While that’s a great goal, it can be somewhat misguided–not because Italian is hard, but because fluency is a myth.
Let me explain. Many people would argue that how to become fluent in Italian is a function of immersion, with an aim of speaking like a native, but let’s unpack that for a moment.
Let’s think of a 3-year old girl, and for the sake of argument, let’s call her Francesca. She was born in Venice, and is growing up speaking Italian. No one would argue that she is not a native speaker.
But is Francesca fluent in Italian? Hardly. She doesn’t really know the alphabet all that well, her vocabulary is comprised of only a few hundred words, she makes grammar mistakes all the time, and she cannot read or write. So in this scenario, Francesca is learning Italian through immersion, and she’s a native speaker, but she’s not fluent.
Let’s use another example: Leonardo is a 30-year old who grew up in Los Angeles. His mother and father are from Italy, but Leonardo has never been outside the United States. Also, from the age of 3 onwards, Leonardo attended a fancy private school, where the major language was English. His command of the Italian language is strong, but he doesn’t feel like a native speaker. He knows all the words and phrases his parents know, he never makes any grammatical mistakes, but he has a slight accent, and he stammers when he speaks Italian. In his heart, Leonardo is always wondering how to become fluent in Italian.
The truth is that there is no set definition of fluency in Italian or any other language. How to become fluent in Italian is a rhetorical question, like, “How do I become a better person? There is always room for improvement, and your final goal will depend greatly on your reasons for learning Italian.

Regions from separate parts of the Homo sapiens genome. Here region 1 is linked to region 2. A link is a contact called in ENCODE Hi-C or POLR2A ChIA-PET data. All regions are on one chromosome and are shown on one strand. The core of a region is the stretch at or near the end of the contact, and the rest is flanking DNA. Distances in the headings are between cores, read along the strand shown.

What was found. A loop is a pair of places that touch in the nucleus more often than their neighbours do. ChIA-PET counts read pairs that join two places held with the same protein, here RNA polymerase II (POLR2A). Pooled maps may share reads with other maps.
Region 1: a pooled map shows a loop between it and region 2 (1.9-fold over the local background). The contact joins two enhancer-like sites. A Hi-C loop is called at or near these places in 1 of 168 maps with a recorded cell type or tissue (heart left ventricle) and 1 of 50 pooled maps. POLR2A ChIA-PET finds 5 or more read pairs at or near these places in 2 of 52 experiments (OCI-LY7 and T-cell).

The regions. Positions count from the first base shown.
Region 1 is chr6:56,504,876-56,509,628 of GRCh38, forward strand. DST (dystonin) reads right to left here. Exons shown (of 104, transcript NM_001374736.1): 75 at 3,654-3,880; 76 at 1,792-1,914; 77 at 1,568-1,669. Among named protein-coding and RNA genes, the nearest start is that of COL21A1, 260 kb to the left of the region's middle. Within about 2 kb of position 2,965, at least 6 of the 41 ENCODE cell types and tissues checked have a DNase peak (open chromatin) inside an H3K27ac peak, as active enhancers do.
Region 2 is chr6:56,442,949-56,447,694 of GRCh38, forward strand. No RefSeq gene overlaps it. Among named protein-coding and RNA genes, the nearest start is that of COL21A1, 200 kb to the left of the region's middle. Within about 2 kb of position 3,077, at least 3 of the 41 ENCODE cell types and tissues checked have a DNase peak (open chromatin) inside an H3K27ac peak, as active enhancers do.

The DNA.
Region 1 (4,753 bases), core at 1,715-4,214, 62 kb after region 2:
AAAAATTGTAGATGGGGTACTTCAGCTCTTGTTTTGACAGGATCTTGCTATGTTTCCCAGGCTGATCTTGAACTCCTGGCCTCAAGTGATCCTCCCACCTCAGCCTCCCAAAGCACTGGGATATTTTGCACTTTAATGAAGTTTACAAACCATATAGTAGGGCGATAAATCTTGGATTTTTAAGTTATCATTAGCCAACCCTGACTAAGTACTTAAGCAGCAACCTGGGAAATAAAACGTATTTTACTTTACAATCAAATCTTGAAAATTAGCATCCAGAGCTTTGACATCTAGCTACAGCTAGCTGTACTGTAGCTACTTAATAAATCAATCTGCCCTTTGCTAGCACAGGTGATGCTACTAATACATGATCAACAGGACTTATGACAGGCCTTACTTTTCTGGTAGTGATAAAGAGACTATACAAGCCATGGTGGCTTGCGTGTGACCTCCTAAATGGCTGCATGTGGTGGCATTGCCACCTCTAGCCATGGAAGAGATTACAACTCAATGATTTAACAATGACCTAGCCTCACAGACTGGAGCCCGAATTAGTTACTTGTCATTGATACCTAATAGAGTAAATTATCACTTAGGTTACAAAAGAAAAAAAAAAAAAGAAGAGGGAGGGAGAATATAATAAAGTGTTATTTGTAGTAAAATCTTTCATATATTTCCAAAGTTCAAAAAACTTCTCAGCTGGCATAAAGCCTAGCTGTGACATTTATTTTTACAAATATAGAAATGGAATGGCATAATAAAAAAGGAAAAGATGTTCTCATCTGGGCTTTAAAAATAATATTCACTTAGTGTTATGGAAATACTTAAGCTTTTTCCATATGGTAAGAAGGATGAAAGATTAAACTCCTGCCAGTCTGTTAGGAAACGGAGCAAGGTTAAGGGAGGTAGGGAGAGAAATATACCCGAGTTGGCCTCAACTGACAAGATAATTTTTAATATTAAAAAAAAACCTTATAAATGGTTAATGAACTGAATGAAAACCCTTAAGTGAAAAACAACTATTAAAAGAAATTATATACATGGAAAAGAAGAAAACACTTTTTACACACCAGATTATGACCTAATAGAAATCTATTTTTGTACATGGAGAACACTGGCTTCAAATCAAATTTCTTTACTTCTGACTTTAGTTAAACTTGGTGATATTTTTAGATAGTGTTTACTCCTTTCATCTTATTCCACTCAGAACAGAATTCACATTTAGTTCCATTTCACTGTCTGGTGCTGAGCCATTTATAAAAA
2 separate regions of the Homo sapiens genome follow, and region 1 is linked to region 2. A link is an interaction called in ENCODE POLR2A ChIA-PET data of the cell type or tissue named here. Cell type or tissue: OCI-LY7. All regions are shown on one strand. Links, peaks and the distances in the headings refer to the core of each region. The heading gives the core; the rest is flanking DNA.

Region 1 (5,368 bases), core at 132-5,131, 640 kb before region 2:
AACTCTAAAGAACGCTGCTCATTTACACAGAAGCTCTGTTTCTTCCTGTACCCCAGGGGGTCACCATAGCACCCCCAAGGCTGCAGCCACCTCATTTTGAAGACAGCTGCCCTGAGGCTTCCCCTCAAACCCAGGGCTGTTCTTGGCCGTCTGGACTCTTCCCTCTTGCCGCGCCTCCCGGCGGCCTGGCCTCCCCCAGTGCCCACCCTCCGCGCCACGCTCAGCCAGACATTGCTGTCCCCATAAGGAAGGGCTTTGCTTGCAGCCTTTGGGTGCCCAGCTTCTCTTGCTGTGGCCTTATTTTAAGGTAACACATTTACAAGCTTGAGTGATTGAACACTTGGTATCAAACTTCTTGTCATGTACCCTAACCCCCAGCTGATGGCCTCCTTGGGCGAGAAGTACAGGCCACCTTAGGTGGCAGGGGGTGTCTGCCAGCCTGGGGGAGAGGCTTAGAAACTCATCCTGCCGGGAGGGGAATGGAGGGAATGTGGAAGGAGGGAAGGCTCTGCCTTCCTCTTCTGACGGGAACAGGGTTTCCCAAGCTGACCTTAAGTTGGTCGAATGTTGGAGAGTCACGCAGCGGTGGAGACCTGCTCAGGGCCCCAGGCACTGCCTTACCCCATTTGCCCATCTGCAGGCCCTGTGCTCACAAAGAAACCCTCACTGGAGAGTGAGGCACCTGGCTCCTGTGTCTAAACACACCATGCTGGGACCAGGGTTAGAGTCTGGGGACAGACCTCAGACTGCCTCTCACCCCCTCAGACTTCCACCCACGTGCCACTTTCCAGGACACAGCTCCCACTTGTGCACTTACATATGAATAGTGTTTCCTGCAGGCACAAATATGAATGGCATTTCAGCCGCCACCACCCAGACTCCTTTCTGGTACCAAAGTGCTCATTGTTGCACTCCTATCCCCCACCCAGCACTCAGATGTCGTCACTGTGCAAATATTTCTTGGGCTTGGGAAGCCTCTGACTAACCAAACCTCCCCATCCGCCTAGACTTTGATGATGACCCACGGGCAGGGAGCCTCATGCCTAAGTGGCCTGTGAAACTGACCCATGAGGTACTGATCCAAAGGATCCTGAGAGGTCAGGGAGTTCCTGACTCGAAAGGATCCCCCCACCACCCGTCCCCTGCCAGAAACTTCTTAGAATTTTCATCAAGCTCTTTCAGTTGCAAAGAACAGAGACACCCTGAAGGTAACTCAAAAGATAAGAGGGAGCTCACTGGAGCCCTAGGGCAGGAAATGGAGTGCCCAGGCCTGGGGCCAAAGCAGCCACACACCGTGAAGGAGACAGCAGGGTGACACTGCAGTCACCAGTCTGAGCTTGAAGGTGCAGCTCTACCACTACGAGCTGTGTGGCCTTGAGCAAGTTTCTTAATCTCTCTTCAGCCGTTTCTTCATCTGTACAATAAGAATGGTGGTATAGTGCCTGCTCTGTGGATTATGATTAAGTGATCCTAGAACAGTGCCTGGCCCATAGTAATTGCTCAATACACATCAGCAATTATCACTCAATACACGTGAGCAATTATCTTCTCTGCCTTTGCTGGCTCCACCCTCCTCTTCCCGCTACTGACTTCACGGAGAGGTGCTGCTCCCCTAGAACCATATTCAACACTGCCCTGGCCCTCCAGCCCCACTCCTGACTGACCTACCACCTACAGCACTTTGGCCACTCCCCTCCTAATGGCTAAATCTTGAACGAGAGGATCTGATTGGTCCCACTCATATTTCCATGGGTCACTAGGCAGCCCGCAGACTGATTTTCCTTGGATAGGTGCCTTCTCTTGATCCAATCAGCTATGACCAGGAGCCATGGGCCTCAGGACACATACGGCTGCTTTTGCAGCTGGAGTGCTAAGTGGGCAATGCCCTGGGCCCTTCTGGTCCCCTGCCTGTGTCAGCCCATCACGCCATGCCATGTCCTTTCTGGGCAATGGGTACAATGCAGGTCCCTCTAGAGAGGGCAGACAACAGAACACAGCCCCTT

For example, do you want to become fluent in italian so you can speak freely with others? Are you a translator who needs to become fluent in Italian so you can work with written documents?
Your personal goals and circumstances will dictate your personal definition of Italian fluency.
This is important to keep in mind so that you can maintain your motivation. For example, if you struggle to spell Italian words properly, but your real goal is to speak to everyday people, then what’s the fuss? At the same time, if you cannot perfect your Italian accent, but your aim is to work with written documents, why would it matter?
So before you begin OptiLingo’s free online Italian course, ask yourself what you are looking to accomplish and how you would define Italian fluency – if that’s even a goal at all – and choose the right set of Italian lessons accordingly.
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